said, that as the matter contained in the petition before the House might possibly come before another court, he suggested whether it were fair to anticipate the merits of the case, by prolonging a discussion like that which had been going on? The object of the petition, he thought, was one of a vague character, without specifying any particular mode of redress. It was apparently designed to produce a general sort of discussion, and certainly the discussion had taken that turn. He agreed with the noble Secretary for the Home Department, that questions of such general importance should not be taken up hastily by the House, and would express his concern that any body of men, holding authority from the Crown, should show a disposition to sanction or adopt the line of proceeding that was taken up on the opposite side of the House.

Mr. Winthrop Praed

took it for granted that the Representatives of the Dissenters in that House, who expressed such satisfaction at the declaration of the noble Lord (Lord John Russell), were also ready to adopt the noble Lord's principle, that the nation at large ought to contribute to the repair of the fabric of the Established Church. With respect to the case mentioned in the petition, the hon. and learned Member had attempted to cast an imputation on the motives of the two Churchwardens. This he surely would not have done if he had heard the plain and simple statement of the hon. Member for Ipswich. The hon. and learned Member (Dr. Lushington) said that the offer made by the Churchwardens to pay the cost of the legal proceedings they had adopted was a proof that they were conscious of having violated the law. Now, what were the facts of the case? At the time this offer was made, a citation only had been served, and no action for damages would then have laid. When their offer was refused, how did they act? Like men who knew that they had violated the law? On the contrary, they continued their proceedings and procured the arrest of Child. The hon. and learned Member, then, appeared to have cast imputation on the motives of the Churchwardens, in ignorance of the facts of the case, and he (Mr. Praed) therefore trusted that the hon. and learned Member would not, until he had learned to judge more impartially, bring over to that (the Opposition) side of the House, either the severity of his censure or the bitterness of his sarcasm.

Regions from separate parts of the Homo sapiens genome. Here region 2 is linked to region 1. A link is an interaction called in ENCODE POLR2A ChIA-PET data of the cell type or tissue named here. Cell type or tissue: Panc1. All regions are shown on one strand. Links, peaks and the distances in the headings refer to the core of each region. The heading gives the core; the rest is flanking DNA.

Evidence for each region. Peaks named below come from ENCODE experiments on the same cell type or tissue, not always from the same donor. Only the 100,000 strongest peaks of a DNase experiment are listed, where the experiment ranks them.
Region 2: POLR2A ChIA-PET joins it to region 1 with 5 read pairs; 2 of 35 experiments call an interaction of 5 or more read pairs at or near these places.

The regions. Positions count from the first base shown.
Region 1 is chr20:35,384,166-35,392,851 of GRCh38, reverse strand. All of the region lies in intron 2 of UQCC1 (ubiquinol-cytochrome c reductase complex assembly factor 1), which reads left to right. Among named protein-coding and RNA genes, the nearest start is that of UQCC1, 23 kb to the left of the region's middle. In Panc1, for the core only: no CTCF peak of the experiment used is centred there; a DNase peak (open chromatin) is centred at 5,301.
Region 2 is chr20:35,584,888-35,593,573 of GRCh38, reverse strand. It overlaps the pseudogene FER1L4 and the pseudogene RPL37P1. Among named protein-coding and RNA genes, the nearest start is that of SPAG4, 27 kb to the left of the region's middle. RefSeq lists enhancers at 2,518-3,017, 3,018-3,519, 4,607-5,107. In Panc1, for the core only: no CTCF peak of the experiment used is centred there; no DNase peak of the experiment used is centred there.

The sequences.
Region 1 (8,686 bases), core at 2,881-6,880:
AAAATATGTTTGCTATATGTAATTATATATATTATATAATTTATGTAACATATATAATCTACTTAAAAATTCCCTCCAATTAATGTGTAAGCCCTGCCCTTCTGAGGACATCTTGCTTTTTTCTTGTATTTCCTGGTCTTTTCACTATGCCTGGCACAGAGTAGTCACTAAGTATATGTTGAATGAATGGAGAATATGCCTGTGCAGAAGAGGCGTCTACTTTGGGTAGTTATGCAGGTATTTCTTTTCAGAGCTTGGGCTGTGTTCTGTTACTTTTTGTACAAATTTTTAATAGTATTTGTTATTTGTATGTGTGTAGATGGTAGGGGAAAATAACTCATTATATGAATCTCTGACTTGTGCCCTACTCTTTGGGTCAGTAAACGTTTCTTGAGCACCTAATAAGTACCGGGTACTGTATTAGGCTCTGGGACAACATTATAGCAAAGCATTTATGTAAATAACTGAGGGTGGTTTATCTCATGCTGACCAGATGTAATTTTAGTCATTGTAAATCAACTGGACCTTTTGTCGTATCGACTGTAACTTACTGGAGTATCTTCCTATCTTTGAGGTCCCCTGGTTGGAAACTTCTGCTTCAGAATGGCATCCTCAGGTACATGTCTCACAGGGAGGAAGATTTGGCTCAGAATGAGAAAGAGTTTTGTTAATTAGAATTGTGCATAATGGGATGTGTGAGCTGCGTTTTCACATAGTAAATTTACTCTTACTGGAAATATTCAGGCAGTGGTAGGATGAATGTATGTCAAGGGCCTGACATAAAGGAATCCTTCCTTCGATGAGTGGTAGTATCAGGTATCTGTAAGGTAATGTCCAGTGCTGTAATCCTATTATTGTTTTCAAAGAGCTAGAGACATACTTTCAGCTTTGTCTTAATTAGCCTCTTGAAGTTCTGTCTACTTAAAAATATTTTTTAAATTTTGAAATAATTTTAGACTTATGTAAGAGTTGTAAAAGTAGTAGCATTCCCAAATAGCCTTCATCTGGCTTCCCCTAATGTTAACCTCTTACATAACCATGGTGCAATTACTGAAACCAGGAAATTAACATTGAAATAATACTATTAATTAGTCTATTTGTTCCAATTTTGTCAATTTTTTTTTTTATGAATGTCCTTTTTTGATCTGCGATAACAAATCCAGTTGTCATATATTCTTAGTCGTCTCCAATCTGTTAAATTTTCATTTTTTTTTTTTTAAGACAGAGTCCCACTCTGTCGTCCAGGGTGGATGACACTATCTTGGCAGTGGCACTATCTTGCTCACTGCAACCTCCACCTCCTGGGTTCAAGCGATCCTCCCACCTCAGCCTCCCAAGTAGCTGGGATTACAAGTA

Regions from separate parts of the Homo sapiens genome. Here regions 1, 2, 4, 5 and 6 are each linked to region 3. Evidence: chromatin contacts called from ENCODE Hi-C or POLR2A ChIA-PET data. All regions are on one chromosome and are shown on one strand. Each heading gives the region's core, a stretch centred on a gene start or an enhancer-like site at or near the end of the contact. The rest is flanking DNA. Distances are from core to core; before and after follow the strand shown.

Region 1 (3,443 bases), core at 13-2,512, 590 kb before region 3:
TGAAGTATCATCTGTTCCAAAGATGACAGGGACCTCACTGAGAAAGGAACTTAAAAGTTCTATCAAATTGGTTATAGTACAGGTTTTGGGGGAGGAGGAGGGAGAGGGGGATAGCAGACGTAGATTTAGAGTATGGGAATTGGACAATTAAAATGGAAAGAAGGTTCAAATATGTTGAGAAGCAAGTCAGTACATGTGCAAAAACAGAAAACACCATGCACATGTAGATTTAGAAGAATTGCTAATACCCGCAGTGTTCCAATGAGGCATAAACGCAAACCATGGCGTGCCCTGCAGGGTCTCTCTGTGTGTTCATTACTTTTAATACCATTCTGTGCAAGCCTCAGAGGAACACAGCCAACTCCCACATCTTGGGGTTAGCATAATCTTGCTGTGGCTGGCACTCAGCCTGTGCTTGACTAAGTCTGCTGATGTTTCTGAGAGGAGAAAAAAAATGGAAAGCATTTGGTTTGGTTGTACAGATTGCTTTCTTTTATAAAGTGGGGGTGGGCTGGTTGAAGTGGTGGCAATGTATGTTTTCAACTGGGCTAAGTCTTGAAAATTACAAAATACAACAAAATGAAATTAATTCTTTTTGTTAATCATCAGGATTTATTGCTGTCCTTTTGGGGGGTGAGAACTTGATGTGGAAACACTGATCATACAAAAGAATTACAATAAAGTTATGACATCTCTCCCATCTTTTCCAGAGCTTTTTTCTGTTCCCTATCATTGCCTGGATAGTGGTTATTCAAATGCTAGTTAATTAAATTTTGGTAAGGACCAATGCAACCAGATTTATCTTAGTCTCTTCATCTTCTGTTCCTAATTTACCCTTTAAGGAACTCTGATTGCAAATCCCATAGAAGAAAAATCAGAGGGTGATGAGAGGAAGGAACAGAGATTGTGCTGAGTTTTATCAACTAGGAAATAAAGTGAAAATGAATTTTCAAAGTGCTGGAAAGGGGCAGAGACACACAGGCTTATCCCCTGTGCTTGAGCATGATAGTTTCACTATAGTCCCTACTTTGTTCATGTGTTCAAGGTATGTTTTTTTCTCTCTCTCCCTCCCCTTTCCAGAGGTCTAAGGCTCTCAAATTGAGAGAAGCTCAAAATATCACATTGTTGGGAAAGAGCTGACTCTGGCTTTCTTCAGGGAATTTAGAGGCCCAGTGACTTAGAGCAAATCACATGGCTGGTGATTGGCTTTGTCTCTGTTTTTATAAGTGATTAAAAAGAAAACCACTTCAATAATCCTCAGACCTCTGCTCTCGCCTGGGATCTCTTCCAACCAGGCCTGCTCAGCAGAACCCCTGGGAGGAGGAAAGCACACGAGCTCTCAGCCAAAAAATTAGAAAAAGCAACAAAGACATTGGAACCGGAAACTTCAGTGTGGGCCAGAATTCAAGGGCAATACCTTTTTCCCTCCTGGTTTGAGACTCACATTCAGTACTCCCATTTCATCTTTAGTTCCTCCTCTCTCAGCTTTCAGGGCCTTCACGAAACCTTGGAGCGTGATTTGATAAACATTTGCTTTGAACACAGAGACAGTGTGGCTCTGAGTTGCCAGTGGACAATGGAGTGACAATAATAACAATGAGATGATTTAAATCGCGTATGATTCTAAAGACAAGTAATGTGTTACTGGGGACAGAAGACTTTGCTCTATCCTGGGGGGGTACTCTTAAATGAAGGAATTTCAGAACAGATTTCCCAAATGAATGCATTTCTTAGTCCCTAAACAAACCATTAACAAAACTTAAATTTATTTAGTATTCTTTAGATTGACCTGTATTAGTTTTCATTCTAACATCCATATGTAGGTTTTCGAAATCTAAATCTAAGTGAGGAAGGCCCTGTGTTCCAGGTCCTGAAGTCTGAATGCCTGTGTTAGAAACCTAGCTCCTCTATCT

Mr. Pryme

ridiculed the idea of the Churchwardens having, on the plea of fairness and humanity, pat the unfortunate Mr. Child into prison rather than bring him before a magistrate, who happened to be a clergyman. By such an excuse they added hypocrisy to cruelty. Their whole conduct well deserved the epithets applied to it in the petition. They really appeared to have been actuated by the rancour of religious hostility.

Mr. Baines

said, that the hon. Member for Yarmouth had not correctly stated the views of the Dissenters, when he informed the House that they were disposed to acquiesce in an arrangement for raising a Church-rate by a general tax, instead of a specific rate. No such concession had been made; and he protested against the Dissenters being committed to that admission. They wished, indeed, the edifices of the Church to be upheld; but they thought that when the revenues of the Church came to be investigated, it would be found that the sinecures of the Church were sufficient to pay for the keeping in repair the churches, or if they should prove deficient, that there were other sinecures and pensions that might be resorted to for that purpose without imposing fresh burdens upon the people. As to the proposed delay, the Dissenters wished to have their grievances redressed as soon as was compatible with their satisfactory adjustment; but they were more anxious that the legislation upon them should be sound and permanently satisfactory, than that the measures haying that object should be hurried through Parliament without due deliberation. He thought the country was much indebted to Mr. Child, for the firmness and decision that he had displayed in support of his principles at a critical juncture, while the petition before the House, had been of essential service, for it had elicited the information which had been given, as to the intentions of the Government, by the noble Lord, the Secretary of State for the Home Department.

Mr. Hardy

was not acquainted with either of the two Gentlemen who had adopted the proceedings against Mr. Child, but he thought that a most unfair attack had been made on them. They had given notice of all the proceedings in his case, and had manifested every anxiety to settle the matter amicably. There appeared to him to be nothing either of injustice or oppression in their conduct.

Mr. Charles Buller